The political limits of raising interest rates
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White House officials face a hard post-election truth: If the U.S. economy slips into recession next year, the government could struggle to help much.
The constraints are twofold, explains Marc Goldwein, senior vice-president of the Committee for a responsible federal budget, to your host MM. Rising interest rates cause the government’s debt costs to skyrocket, eating up more of the federal budget and increasing its bottom line. Despite a record decline in the deficit in fiscal year 2022, net interest payments soared to $475 billion, a 35% increase. And they are expected to continue to rise.
That’s mostly a political constraint: While there’s still a healthy investor appetite for U.S. debt, rising costs will undoubtedly make it harder for lawmakers to borrow more, Goldwein said.
The second constraint is economic: A sharp increase in deficit spending — the kind that policymakers have deployed in previous downturns to cushion the economy — could stoke inflation, making it harder for the Federal Reserve to rein in pressures on governments. price.
From your host MM: ‘In practice, this means that government spending, from big items on the agenda to possible support for struggling households, should be offset by tax increases or spending cuts, not more borrowing, a colossal obstacle even when the party president controls both houses of Congress.
White House officials said they weren’t worried – the president has always offered to pay for his policies, and nothing has changed that view. Nor do they see the US fiscal space, or ability to borrow, as having shrunk much, if at all, in the long run.
But what will the markets think? Planned tax cuts for the wealthy, announced by British officials last month, sparked a market crash that forced the Bank of England to step in to buy government bonds and led Prime Minister Liz Truss to resign just six weeks into his term.
“The lesson from the UK is that markets are going to be much more vigilant about any fiscal plan in this environment, particularly for countries with a large stock of debt that potentially enter an economic downturn and see rates rise interest increase significantly,” said Daleep Singh, chief global economist at PGIM Fixed Income and former deputy director of Biden’s National Economic Council. “You have to be really careful.”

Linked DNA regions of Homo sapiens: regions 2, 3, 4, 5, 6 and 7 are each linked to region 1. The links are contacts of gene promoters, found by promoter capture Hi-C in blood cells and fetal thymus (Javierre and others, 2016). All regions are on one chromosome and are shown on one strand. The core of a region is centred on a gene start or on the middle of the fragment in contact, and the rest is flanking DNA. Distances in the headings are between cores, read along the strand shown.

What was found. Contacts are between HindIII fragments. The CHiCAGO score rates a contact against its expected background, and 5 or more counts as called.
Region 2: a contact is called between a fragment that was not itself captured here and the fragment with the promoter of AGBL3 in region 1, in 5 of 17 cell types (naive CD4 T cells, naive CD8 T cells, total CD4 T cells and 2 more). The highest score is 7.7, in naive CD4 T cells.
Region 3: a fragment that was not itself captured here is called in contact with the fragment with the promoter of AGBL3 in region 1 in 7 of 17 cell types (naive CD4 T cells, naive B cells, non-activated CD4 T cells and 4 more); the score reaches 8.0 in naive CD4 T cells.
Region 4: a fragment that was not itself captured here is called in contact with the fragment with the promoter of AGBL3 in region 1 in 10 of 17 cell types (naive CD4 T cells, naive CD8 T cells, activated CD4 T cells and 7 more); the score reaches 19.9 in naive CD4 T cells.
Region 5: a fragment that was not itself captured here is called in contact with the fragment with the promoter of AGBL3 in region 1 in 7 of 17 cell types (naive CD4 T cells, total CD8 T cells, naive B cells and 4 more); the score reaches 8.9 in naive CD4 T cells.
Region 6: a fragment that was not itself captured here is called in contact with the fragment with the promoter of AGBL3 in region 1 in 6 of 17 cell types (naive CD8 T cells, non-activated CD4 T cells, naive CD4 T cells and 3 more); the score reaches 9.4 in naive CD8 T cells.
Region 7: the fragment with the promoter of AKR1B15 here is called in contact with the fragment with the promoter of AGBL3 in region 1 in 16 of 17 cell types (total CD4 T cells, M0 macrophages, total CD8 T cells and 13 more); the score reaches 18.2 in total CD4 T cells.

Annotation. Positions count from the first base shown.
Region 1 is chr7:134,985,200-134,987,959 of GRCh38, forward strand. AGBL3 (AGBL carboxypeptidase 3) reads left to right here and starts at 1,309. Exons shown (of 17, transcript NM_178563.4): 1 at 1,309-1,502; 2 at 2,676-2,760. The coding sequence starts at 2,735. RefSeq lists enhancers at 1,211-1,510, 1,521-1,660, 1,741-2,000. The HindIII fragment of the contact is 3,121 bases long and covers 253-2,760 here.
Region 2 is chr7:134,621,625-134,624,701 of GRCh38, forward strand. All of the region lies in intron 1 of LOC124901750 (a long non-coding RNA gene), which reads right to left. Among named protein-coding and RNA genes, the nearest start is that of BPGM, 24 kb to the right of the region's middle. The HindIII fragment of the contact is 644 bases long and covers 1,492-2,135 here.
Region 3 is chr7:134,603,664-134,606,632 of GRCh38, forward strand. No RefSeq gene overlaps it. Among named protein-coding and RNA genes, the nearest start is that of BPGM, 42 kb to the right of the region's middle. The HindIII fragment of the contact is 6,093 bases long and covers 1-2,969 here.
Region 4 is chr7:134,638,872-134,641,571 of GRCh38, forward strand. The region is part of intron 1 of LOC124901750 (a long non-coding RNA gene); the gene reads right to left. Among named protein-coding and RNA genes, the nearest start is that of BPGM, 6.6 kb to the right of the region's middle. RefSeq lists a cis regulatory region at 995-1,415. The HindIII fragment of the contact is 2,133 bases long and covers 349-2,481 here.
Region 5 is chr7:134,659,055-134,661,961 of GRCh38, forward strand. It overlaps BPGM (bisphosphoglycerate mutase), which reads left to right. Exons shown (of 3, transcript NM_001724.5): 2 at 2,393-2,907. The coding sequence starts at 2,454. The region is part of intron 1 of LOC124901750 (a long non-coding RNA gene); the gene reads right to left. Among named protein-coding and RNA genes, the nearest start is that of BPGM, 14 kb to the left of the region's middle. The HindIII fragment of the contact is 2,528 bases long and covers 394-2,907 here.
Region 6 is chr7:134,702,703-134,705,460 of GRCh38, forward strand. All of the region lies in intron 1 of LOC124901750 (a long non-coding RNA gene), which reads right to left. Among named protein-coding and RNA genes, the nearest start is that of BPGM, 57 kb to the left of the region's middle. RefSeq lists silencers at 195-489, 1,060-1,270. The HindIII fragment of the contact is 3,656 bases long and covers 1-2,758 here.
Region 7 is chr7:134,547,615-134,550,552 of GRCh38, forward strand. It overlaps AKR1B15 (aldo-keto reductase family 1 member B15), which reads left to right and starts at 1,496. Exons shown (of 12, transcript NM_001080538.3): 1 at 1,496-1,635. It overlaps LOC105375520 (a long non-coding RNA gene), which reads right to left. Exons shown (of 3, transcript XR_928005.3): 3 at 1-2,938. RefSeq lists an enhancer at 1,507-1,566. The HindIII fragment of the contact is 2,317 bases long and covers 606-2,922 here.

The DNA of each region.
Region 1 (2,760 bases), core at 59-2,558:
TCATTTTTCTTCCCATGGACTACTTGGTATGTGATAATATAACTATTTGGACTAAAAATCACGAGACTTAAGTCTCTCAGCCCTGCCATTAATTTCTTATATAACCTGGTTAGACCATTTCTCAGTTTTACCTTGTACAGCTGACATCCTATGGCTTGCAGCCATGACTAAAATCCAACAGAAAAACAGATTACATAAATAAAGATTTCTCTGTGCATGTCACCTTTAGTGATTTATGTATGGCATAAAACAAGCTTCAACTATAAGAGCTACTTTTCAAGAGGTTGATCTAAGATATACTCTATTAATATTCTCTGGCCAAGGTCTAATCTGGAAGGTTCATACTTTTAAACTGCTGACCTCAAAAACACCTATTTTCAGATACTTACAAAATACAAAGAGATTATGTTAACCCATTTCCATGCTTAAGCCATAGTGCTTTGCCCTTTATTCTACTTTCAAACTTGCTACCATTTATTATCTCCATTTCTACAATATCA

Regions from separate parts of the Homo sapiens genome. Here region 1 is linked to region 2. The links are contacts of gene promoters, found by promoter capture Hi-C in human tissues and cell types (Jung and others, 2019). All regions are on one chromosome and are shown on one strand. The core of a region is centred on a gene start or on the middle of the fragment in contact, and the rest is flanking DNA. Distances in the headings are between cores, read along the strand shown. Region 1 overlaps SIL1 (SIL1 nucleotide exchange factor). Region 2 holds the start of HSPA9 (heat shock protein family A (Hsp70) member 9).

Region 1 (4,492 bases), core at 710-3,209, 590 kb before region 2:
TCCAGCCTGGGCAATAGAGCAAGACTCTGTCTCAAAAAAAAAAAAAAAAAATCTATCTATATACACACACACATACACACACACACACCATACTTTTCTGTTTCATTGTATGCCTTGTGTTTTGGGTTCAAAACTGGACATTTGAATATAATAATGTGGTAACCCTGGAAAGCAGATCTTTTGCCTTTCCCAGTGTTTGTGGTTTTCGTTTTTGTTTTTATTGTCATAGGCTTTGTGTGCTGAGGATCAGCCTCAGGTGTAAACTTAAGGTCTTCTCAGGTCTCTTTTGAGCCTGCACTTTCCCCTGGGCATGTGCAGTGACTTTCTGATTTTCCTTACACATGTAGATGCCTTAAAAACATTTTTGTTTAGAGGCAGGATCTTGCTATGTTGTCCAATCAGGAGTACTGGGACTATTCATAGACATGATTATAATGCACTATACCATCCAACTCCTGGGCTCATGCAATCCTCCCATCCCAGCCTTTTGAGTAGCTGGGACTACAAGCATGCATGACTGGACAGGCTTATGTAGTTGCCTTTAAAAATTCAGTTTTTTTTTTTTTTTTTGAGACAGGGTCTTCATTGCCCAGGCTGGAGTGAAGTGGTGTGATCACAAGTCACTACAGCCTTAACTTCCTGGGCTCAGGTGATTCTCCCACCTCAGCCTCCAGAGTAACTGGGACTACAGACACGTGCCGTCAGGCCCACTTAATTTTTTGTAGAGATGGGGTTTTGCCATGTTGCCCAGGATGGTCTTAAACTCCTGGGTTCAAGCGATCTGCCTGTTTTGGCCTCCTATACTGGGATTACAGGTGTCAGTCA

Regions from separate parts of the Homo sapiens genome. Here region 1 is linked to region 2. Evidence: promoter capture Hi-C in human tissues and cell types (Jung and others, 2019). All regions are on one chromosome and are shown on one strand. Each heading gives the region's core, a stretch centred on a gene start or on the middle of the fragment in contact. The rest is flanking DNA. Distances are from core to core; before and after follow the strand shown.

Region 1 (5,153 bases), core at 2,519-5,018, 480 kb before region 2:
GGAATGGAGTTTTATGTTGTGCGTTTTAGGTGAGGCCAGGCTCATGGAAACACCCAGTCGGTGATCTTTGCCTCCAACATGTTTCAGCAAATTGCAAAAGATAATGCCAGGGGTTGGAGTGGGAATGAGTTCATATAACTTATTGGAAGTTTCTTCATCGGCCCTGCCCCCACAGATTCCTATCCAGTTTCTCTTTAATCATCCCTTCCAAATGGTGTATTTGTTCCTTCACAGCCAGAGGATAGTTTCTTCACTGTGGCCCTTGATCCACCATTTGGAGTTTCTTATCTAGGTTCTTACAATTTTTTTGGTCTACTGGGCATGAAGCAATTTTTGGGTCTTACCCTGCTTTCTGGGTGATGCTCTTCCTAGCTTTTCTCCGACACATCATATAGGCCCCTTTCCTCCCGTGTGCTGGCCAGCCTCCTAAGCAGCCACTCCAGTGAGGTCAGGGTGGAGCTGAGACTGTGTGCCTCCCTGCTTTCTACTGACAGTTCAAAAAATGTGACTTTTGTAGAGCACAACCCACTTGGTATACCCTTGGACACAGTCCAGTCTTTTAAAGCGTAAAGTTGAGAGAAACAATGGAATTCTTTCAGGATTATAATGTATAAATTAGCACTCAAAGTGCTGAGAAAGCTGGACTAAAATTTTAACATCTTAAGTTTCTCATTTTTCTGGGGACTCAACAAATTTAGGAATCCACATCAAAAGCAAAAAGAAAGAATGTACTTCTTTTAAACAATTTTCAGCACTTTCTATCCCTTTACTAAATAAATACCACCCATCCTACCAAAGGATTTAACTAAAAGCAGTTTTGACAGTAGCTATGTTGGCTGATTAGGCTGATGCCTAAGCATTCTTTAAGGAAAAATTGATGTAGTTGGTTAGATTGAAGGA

IT’S MONDAY – We are rested and ready for GDP, PCE and all the other acronyms this week has in store for us. Do you have a tip, a story idea or a comment to share? Let us know: [email protected] and [email protected].
S&P manufacturing and services PMI release at 9:45 a.m. … Treasury Secretary Janet Yellen speaks at SIFMA annual meeting at 11 a.m., followed by SEC Chairman Gary Gensler at 12 p.m. 50 and CFTC Chairman Rostin Behnam at 1:40 p.m.…Consumer confidence index released Tuesday…International trade and new home sales data released Wednesday…First estimate of third-quarter GDP released Thursday…Inflation and consumer spending released Friday… University of Michigan Consumer Sentiment Index released Friday.
HAPPY MONDAY – The insurance and wealth management firm AXA’s annual global survey has identified climate change as the greatest threat facing the world. It is the first time in its nine years that climate is identified as the main risk in each geographical area studied, with geopolitical and cybersecurity dangers also high. “The report confirms a trend that has been evident for years: an increase in the general feeling of vulnerability and an erosion of confidence in the ability of institutions to find durable solutions,” CEO Thomas Buberl said in a statement. “In fact, I see this as the biggest risk facing us: the feeling of helplessness.”
FIRST IN MM – GOLDMAN SACHS WANTS SBA ON THE AGENDA – As the midterm elections approach, Goldman Sachs – through its 10,000 small business votes – says it is stepping up pressure on midterm election candidates to set specific policies that will help small businesses. The bank’s small business program released a policy wish list earlier this year that urged lawmakers to reauthorize the Small Business Administration, approve or renew tax credits and relaunch loan programs for the era of the pandemic.